— There & Back Again —
(Alert! Go to Day 1 of our “30 cities in 30 days” blog to follow this trip from the start)
While our adventure (click here to start from the beginning) was filled with endless unknown cities and situations, it was the return home that perplexed me most. Returning home was, in a weird way, an anxiously anticipated mystery. It was the move I felt the least sure about, flooded with mixed emotions...
The truth is, before I ever started this blog I already knew that Rock Hill would be the last city on our list. Not that it needed to be — we had spent time in more than 30 cities along the way and could easily have kept going — but it was a conscious decision to end the story here. (That's called foreshadowing.)
Before we left home, the trip began to spark a lot of new / not new conversations with friends and clients and colleagues relating to life choices. We talked about our choice to live without children, without religion and without family*.
We did not make these choices lightly. I'd argue that we talked more about the consequences of not having children than most people do about having them. And I can say that we've questioned our decision not to embrace organized religion with more honesty than most ever bring to a faith they likely inherited. Not to mention that, after every goodbye, I grapple with the sadness of leaving behind generations of my close-knit family.
But, while all these things have provided a struggle, I dare say the choice to return "home" — again and again — is always the most difficult for us.
Perhaps we are spoiled and juvenile, still entertaining romantic fantasies of the vagabonding runaway. Or perhaps we are making some misguided political statement, conflicted by our own materialistic lifestyle. Whatever the reason, we are continually compelled to grasp for some semblance of freedom. Is it vanity? A rage against aging? An instinctual urge to outpace death?
Speaking without metaphor, I am afraid to return home because I am afraid that we won't be able to convince ourselves to stay. Each time, I fear the exhilaration of adventure and novelty will conquer the doldrums of daily life once and for all. After all, choosing to return home means choosing to return to a choice we made once upon a time, when we were barely adults. A choice that affects so many other things — the type of work we'll do (or not do), the kind of art we'll create (or not create), the culture that we have access to (or lack), the potential friends we'll make (or won't make)...
Returning home is returning to the normal, so-called life we've created with all its failures and shortcomings and boring limitations. It's returning to rungs on the career ladder by which we measure growth, the human mirrors in which we see our true reflections and the unavoidable reality that This. Is. It.
We are the sum of what we choose to need and what we choose to go without.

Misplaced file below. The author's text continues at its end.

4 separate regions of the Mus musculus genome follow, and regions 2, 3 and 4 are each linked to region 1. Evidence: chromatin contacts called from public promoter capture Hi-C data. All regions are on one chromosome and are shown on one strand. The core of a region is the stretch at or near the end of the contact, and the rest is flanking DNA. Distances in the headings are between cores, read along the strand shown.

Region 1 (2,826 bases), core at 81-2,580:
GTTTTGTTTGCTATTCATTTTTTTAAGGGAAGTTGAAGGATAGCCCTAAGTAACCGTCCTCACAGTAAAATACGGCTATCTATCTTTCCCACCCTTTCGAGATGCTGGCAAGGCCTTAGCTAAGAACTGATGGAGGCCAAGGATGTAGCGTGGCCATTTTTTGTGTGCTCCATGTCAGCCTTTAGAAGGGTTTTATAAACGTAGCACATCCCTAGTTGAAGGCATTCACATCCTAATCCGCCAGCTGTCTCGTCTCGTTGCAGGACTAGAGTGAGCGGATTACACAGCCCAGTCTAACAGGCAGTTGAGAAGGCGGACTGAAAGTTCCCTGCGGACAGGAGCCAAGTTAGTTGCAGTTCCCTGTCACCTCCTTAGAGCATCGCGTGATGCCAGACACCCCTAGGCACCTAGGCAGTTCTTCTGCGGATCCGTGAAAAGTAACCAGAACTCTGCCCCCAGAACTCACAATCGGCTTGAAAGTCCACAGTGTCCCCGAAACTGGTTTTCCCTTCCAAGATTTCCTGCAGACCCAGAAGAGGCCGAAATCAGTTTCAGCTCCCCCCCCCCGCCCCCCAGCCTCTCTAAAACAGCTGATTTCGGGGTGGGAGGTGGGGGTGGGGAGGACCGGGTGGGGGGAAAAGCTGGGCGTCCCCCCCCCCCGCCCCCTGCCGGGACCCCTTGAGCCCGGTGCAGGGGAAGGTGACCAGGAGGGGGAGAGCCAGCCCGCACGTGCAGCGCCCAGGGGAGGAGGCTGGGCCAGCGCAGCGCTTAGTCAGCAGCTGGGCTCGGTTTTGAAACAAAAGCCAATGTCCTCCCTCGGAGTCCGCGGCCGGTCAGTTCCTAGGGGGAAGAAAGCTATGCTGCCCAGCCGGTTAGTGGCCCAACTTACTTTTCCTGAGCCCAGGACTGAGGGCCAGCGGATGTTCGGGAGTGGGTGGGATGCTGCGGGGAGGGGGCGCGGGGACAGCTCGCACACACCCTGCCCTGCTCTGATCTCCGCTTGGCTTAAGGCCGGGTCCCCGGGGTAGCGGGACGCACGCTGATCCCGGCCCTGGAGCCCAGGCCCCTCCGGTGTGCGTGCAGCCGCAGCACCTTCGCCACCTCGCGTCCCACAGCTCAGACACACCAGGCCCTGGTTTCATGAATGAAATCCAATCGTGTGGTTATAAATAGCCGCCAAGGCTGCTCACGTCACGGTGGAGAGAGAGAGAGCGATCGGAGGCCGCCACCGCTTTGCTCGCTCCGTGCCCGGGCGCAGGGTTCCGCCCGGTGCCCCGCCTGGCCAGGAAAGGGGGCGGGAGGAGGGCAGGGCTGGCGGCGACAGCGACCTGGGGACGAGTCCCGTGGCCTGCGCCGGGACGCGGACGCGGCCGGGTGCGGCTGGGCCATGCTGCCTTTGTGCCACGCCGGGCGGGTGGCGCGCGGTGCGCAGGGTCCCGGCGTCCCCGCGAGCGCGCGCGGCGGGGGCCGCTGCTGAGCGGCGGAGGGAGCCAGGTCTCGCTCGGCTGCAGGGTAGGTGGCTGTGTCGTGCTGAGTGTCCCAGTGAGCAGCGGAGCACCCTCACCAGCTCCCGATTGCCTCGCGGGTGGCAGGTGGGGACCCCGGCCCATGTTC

But, just as leaving, returning is also a choice. And like all choices, it defines us.
I am drawn to Zan because we share a natural proclivity to question convention before accepting it. We are equally disinterested in what we are supposed to do, being part of a thoughtless tribe or measuring success against our neighbors.
It can be a challenge, especially when it doesn't support the choices of those around us, but our ability to own our choices is an essential part of who we are. To never stay or settle, even when we are tired or uncertain or scared. To work hard when no one is looking, to always maintain the myth and to leave things better than we found them. To admit when we've chosen the wrong path and, more importantly, to stay motivated enough to demand a new course.
I've learned that my ability to follow through on commitments makes my freedom sweeter and the promises I keep add seduction to spontaneity. As long as I know that I am free to go and return of my own volition, I will never be trapped.
Despite our trepidation, we re-entered Rock Hill's atmosphere without consequence, pomp or circumstance. On our first night back we turned on the TV and ordered takeout for the first time in 30 days. We washed clothes in our own laundry room and laid / lay / lied our heads on our not-too-hard-not-too-soft pillows. We woke, our first morning, to a quick breakfast and an overflowing work week.
As a final nod to our fleeting freedom, Zan wanted to call this last post "There and Back Again" (you're welcome nerds.) He liked that it touched on the universal themes of adventure, personal growth, epic bravery and home. After tossing it around a bit in my head, I grew to like how it represented our most basic journey, the one we travel everyday.
It's one thing to choose to go "there" but it's all together another to come "back again."
* Well, make that 800 miles away from my big, crazy Italian family.